Volume 4, Issue 1 (2-2020)                   GMJ Medicine 2020, 4(1): 180-189 | Back to browse issues page

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Sharifi S, Saberi K, Rahmanian M, Bakhshandeh A R. Effect of Perioperative Administration of Dexmedetomidine in Cardiac Surgeries: A Double-blind, Placebo-controlled Trial. GMJ Medicine. 2020; 4 (1) :180-189
URL: http://gmjpress.de/article-1-67-en.html
1- PhD student of Medical Education, National Nutrition and Food Technology Research Institute, Shahid Beheshti University of medical sciences, Tehran, Iran
2- Imam Khomeini Medical and Research Centre, Tehran University of Medical Sciences, Tehran, Iran
Abstract:   (2565 Views)
Background and purpose: Despite many developments in the health care of cardiac surgery patients, yet 5%–30% of them may become challenged due to renal dysfunction, delirium, and arrhythmia. Eliminating or reducing these unwanted outcomes is likely to improve the prognosis of them. Several studies suggested that dexmedetomidine (DEX), a highly selective short-acting α-2 adrenergic agonist predominantly used for anti-delirium and sedative characteristics, may be useful for reducing the adverse effect of cardiac surgeries. The purpose of the current study was to investigate the outcome of the administration of DEX in patients undergoing cardiac surgeries.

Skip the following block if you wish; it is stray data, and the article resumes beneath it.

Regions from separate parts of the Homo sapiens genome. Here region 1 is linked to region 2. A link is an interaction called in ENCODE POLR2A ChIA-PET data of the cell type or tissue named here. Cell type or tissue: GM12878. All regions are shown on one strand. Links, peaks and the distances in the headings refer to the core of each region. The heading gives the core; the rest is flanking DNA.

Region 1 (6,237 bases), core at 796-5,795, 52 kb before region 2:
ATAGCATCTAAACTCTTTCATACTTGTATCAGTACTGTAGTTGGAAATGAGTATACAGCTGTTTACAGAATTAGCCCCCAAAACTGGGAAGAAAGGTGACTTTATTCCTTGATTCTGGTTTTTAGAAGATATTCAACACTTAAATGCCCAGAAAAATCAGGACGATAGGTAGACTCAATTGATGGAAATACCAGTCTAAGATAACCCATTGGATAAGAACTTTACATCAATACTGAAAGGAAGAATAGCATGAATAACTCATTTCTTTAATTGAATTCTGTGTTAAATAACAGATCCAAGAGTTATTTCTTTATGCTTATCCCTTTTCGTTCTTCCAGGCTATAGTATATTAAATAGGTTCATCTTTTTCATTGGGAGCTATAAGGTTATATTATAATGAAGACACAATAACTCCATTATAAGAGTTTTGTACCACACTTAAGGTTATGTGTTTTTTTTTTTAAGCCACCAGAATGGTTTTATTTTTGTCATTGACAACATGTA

Method: We included the data from patents who underwent coronary artery bypass grafting (CABG) without a valve, CABG with valve surgery, and valve-only surgery from August 2018 to November 2018. A total of 51 patients were eligible for our study after extraction. For the DEX group, the infusion of DEX was started 10 min before anesthesia induction in a 0.2–0.6 µg/Kg/h rate. And the same amount of normal saline (0.9%) was infused for the control group. The infusion was continued post-operatively until extubation (maximum for 24 h). The patients were compared primarily for Acute Kidney Injury (AKI), delirium, new-onset atrial fibrillation (AF) rhythm.
Results: We had a total of 51 patients among which 33 (64.70%) received DEX, and 18 (35.29%) received a placebo. There was no significant difference between groups for demographic data. One patient (16.7%) from the DEX group and five patients (83.3%) from the control group revealed an AF rhythm after surgery (p=0.009). No patient faced delirium. Seven patients seemed to be AKI, of which five (71.4%) were in the DEX group and two (28.6%) were in the control group (p>0.05).
Conclusion: There might be a meaningful reduction of new-onset AF rhythm in adult patients who use DEX after cardiac surgeries.
Type of Study: Original Article | Subject: Clinical Medicine
Received: 2019/11/7 | Accepted: 2020/01/25 | Published: 2020/02/10

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